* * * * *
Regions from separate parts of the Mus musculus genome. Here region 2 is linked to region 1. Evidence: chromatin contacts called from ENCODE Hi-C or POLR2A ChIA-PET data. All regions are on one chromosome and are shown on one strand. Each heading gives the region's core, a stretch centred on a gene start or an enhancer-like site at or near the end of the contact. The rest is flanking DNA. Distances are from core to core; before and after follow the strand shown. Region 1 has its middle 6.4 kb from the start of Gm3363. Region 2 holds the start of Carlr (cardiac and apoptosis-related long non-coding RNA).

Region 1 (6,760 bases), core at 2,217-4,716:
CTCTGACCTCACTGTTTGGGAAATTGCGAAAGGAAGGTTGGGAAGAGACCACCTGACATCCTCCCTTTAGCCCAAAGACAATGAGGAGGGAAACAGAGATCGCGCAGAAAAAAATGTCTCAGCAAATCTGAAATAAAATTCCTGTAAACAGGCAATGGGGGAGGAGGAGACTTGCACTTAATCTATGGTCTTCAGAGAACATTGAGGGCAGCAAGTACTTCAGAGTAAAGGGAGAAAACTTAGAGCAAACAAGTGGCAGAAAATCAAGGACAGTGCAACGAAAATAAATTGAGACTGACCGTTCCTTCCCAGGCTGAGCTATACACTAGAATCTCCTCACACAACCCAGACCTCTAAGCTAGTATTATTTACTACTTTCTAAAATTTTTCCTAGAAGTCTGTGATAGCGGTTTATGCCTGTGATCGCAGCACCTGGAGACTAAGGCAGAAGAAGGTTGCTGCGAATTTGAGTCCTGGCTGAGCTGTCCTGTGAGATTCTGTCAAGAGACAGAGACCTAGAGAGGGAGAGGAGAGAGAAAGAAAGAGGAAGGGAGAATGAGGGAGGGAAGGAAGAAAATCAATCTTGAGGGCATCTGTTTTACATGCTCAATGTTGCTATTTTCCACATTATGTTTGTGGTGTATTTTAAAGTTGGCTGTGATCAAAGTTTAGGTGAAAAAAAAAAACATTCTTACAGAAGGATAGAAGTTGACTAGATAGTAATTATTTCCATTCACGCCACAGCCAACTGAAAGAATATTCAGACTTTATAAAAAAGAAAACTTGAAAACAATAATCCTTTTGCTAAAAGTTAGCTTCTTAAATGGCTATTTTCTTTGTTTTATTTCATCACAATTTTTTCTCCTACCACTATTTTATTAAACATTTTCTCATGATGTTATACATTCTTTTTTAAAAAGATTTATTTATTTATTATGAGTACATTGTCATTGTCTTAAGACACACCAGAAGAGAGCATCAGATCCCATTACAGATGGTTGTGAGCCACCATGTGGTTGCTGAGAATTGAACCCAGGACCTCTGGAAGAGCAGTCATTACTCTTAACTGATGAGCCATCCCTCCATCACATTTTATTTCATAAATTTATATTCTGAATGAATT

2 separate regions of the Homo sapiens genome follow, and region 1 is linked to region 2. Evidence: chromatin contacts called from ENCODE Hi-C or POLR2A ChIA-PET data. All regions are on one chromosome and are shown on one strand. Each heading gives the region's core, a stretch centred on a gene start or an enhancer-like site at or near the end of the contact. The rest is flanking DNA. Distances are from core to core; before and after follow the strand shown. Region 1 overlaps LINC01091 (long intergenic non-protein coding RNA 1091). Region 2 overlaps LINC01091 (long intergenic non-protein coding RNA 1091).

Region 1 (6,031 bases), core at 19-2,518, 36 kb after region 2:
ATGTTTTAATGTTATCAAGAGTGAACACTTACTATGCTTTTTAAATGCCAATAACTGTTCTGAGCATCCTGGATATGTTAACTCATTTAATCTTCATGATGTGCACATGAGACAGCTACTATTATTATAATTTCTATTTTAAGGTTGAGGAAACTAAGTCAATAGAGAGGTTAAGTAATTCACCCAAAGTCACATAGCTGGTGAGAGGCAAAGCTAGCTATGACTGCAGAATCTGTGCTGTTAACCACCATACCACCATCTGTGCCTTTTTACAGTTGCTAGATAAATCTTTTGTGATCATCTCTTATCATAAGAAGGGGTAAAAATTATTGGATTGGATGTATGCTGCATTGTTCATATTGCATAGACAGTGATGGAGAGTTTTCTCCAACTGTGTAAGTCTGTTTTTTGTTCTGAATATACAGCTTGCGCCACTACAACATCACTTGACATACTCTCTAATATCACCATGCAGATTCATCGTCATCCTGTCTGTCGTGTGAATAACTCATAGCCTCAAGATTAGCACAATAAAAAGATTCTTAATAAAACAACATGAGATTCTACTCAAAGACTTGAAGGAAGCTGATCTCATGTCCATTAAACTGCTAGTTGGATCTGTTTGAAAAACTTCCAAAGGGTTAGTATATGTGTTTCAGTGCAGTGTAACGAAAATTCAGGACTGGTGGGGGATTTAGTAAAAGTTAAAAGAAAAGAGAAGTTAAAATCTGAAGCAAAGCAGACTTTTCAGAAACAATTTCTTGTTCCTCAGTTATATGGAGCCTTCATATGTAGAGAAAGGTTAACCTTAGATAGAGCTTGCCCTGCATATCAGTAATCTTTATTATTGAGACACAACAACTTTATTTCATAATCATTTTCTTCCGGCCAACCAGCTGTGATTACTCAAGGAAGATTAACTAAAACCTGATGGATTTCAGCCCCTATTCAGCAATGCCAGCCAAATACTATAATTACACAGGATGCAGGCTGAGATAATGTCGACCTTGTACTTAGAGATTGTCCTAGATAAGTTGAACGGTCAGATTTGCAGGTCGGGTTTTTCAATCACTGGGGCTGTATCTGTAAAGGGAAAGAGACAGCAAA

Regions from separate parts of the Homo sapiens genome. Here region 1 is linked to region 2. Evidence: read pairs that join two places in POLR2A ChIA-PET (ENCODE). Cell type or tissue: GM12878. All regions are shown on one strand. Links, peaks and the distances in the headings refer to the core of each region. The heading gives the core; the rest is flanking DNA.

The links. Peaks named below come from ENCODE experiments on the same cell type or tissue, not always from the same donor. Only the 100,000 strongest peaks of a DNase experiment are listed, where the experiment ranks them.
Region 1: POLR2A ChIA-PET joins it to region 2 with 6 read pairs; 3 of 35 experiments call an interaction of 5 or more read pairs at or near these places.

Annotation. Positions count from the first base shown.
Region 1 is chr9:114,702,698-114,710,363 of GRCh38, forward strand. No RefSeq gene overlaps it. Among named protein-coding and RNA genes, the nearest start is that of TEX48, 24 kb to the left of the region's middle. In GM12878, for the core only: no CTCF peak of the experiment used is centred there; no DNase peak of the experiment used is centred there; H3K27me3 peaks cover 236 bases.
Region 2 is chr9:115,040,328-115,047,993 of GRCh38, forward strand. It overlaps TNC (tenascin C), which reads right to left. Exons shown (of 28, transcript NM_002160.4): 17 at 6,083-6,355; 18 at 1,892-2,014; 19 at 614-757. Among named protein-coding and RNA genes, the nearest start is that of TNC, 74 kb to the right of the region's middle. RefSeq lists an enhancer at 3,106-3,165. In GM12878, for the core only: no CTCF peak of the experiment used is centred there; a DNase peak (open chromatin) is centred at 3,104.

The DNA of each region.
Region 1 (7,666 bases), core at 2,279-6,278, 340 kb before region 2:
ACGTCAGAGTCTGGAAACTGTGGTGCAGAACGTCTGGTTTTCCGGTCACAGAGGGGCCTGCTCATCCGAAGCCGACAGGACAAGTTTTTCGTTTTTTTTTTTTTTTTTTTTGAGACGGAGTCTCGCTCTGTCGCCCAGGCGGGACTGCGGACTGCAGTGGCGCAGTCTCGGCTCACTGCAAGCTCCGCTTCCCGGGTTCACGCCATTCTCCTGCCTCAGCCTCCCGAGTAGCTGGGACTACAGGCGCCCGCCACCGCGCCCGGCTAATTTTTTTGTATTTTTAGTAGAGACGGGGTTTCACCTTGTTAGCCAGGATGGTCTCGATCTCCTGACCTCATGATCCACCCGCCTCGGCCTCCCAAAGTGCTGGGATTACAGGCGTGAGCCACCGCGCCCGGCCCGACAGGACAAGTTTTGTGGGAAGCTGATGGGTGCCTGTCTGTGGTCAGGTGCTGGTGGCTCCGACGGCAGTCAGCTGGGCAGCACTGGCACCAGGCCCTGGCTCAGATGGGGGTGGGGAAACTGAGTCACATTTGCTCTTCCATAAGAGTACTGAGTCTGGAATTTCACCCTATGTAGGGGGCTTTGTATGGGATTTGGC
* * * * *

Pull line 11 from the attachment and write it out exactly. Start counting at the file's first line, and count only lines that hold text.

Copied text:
Region 1 is chr9:114,702,698-114,710,363 of GRCh38, forward strand. No RefSeq gene overlaps it. Among named protein-coding and RNA genes, the nearest start is that of TEX48, 24 kb to the left of the region's middle. In GM12878, for the core only: no CTCF peak of the experiment used is centred there; no DNase peak of the experiment used is centred there; H3K27me3 peaks cover 236 bases.